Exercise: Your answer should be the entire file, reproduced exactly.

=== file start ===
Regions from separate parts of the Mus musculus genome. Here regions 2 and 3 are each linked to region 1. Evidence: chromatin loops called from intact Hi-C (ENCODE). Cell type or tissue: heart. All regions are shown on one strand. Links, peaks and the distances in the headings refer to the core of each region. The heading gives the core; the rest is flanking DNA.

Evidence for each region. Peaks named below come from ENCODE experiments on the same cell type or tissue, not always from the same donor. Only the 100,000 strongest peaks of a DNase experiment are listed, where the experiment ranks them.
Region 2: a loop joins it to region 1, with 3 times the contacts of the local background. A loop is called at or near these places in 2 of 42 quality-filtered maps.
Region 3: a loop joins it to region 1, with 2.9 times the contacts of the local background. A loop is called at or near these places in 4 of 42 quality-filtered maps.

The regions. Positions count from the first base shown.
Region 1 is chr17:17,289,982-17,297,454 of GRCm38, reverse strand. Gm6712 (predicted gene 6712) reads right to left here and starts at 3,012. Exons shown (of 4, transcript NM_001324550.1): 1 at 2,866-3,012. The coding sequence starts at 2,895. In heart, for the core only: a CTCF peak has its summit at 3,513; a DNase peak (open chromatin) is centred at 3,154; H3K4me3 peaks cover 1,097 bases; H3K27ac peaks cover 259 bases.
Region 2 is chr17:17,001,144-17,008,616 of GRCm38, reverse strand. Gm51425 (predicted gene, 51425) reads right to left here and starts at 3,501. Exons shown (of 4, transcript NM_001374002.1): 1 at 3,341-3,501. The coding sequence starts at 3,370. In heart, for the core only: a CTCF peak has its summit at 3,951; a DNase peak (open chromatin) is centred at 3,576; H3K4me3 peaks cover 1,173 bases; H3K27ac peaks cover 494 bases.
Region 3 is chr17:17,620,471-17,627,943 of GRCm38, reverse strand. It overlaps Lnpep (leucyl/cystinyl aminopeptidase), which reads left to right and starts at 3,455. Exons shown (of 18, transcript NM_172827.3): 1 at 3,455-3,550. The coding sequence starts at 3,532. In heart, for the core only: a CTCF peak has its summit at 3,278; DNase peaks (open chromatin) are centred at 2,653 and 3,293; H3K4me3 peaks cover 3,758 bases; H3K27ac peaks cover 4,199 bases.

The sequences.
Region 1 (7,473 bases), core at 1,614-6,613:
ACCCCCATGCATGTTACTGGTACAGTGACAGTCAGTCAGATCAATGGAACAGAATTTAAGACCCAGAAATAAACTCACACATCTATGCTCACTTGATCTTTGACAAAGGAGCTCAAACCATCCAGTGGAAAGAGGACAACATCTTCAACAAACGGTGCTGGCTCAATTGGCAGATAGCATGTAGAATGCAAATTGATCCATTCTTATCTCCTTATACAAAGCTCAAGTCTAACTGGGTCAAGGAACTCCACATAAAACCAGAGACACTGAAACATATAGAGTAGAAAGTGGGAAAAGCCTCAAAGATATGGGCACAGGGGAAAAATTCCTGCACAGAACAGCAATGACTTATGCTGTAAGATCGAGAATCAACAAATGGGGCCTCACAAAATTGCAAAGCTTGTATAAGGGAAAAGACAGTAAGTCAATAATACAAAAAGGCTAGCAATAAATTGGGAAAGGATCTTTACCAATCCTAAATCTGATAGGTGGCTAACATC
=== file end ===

Regions from separate parts of the Mus musculus genome. Here regions 2 and 3 are each linked to region 1. Evidence: chromatin loops called from intact Hi-C (ENCODE). Cell type or tissue: heart. All regions are shown on one strand. Links, peaks and the distances in the headings refer to the core of each region. The heading gives the core; the rest is flanking DNA.

Evidence for each region. Peaks named below come from ENCODE experiments on the same cell type or tissue, not always from the same donor. Only the 100,000 strongest peaks of a DNase experiment are listed, where the experiment ranks them.
Region 2: a loop joins it to region 1, with 3 times the contacts of the local background. A loop is called at or near these places in 2 of 42 quality-filtered maps.
Region 3: a loop joins it to region 1, with 2.9 times the contacts of the local background. A loop is called at or near these places in 4 of 42 quality-filtered maps.

The regions. Positions count from the first base shown.
Region 1 is chr17:17,289,982-17,297,454 of GRCm38, reverse strand. Gm6712 (predicted gene 6712) reads right to left here and starts at 3,012. Exons shown (of 4, transcript NM_001324550.1): 1 at 2,866-3,012. The coding sequence starts at 2,895. In heart, for the core only: a CTCF peak has its summit at 3,513; a DNase peak (open chromatin) is centred at 3,154; H3K4me3 peaks cover 1,097 bases; H3K27ac peaks cover 259 bases.
Region 2 is chr17:17,001,144-17,008,616 of GRCm38, reverse strand. Gm51425 (predicted gene, 51425) reads right to left here and starts at 3,501. Exons shown (of 4, transcript NM_001374002.1): 1 at 3,341-3,501. The coding sequence starts at 3,370. In heart, for the core only: a CTCF peak has its summit at 3,951; a DNase peak (open chromatin) is centred at 3,576; H3K4me3 peaks cover 1,173 bases; H3K27ac peaks cover 494 bases.
Region 3 is chr17:17,620,471-17,627,943 of GRCm38, reverse strand. It overlaps Lnpep (leucyl/cystinyl aminopeptidase), which reads left to right and starts at 3,455. Exons shown (of 18, transcript NM_172827.3): 1 at 3,455-3,550. The coding sequence starts at 3,532. In heart, for the core only: a CTCF peak has its summit at 3,278; DNase peaks (open chromatin) are centred at 2,653 and 3,293; H3K4me3 peaks cover 3,758 bases; H3K27ac peaks cover 4,199 bases.

The sequences.
Region 1 (7,473 bases), core at 1,614-6,613:
ACCCCCATGCATGTTACTGGTACAGTGACAGTCAGTCAGATCAATGGAACAGAATTTAAGACCCAGAAATAAACTCACACATCTATGCTCACTTGATCTTTGACAAAGGAGCTCAAACCATCCAGTGGAAAGAGGACAACATCTTCAACAAACGGTGCTGGCTCAATTGGCAGATAGCATGTAGAATGCAAATTGATCCATTCTTATCTCCTTATACAAAGCTCAAGTCTAACTGGGTCAAGGAACTCCACATAAAACCAGAGACACTGAAACATATAGAGTAGAAAGTGGGAAAAGCCTCAAAGATATGGGCACAGGGGAAAAATTCCTGCACAGAACAGCAATGACTTATGCTGTAAGATCGAGAATCAACAAATGGGGCCTCACAAAATTGCAAAGCTTGTATAAGGGAAAAGACAGTAAGTCAATAATACAAAAAGGCTAGCAATAAATTGGGAAAGGATCTTTACCAATCCTAAATCTGATAGGTGGCTAACATC